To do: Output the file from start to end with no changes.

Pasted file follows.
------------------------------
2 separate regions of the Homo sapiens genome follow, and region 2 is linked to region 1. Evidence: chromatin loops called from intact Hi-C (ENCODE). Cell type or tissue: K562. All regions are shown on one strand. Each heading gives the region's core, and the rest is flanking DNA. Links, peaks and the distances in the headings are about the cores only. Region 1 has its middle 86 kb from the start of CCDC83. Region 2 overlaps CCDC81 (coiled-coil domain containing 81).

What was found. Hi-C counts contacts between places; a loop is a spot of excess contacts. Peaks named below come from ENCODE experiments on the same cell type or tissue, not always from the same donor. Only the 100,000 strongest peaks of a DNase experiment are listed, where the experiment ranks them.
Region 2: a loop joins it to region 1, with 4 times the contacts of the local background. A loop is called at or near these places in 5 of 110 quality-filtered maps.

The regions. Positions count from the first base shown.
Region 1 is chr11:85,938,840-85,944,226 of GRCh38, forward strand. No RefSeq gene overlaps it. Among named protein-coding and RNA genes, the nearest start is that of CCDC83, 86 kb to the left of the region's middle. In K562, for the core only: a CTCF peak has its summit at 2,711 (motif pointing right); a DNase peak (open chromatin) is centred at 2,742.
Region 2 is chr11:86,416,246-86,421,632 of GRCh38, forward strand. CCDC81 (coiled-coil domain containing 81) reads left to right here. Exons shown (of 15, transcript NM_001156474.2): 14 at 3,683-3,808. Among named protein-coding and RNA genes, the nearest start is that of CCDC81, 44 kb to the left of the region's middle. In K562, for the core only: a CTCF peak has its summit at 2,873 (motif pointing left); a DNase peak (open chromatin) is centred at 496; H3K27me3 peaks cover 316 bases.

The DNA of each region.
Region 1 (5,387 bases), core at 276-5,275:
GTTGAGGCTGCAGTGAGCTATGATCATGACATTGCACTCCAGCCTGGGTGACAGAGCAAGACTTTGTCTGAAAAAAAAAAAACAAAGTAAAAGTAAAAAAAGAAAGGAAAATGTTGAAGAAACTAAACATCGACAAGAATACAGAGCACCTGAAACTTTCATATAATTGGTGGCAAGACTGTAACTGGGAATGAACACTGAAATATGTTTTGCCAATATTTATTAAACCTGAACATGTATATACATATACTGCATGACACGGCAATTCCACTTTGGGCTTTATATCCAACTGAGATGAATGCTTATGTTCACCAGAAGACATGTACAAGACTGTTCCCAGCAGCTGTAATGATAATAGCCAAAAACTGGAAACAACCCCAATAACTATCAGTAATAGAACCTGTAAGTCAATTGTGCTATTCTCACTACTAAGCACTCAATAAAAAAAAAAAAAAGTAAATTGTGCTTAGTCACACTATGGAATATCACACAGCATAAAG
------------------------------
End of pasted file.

2 separate regions of the Homo sapiens genome follow, and region 2 is linked to region 1. Evidence: chromatin loops called from intact Hi-C (ENCODE). Cell type or tissue: K562. All regions are shown on one strand. Each heading gives the region's core, and the rest is flanking DNA. Links, peaks and the distances in the headings are about the cores only. Region 1 has its middle 86 kb from the start of CCDC83. Region 2 overlaps CCDC81 (coiled-coil domain containing 81).

What was found. Hi-C counts contacts between places; a loop is a spot of excess contacts. Peaks named below come from ENCODE experiments on the same cell type or tissue, not always from the same donor. Only the 100,000 strongest peaks of a DNase experiment are listed, where the experiment ranks them.
Region 2: a loop joins it to region 1, with 4 times the contacts of the local background. A loop is called at or near these places in 5 of 110 quality-filtered maps.

The regions. Positions count from the first base shown.
Region 1 is chr11:85,938,840-85,944,226 of GRCh38, forward strand. No RefSeq gene overlaps it. Among named protein-coding and RNA genes, the nearest start is that of CCDC83, 86 kb to the left of the region's middle. In K562, for the core only: a CTCF peak has its summit at 2,711 (motif pointing right); a DNase peak (open chromatin) is centred at 2,742.
Region 2 is chr11:86,416,246-86,421,632 of GRCh38, forward strand. CCDC81 (coiled-coil domain containing 81) reads left to right here. Exons shown (of 15, transcript NM_001156474.2): 14 at 3,683-3,808. Among named protein-coding and RNA genes, the nearest start is that of CCDC81, 44 kb to the left of the region's middle. In K562, for the core only: a CTCF peak has its summit at 2,873 (motif pointing left); a DNase peak (open chromatin) is centred at 496; H3K27me3 peaks cover 316 bases.

The DNA of each region.
Region 1 (5,387 bases), core at 276-5,275:
GTTGAGGCTGCAGTGAGCTATGATCATGACATTGCACTCCAGCCTGGGTGACAGAGCAAGACTTTGTCTGAAAAAAAAAAAACAAAGTAAAAGTAAAAAAAGAAAGGAAAATGTTGAAGAAACTAAACATCGACAAGAATACAGAGCACCTGAAACTTTCATATAATTGGTGGCAAGACTGTAACTGGGAATGAACACTGAAATATGTTTTGCCAATATTTATTAAACCTGAACATGTATATACATATACTGCATGACACGGCAATTCCACTTTGGGCTTTATATCCAACTGAGATGAATGCTTATGTTCACCAGAAGACATGTACAAGACTGTTCCCAGCAGCTGTAATGATAATAGCCAAAAACTGGAAACAACCCCAATAACTATCAGTAATAGAACCTGTAAGTCAATTGTGCTATTCTCACTACTAAGCACTCAATAAAAAAAAAAAAAAGTAAATTGTGCTTAGTCACACTATGGAATATCACACAGCATAAAG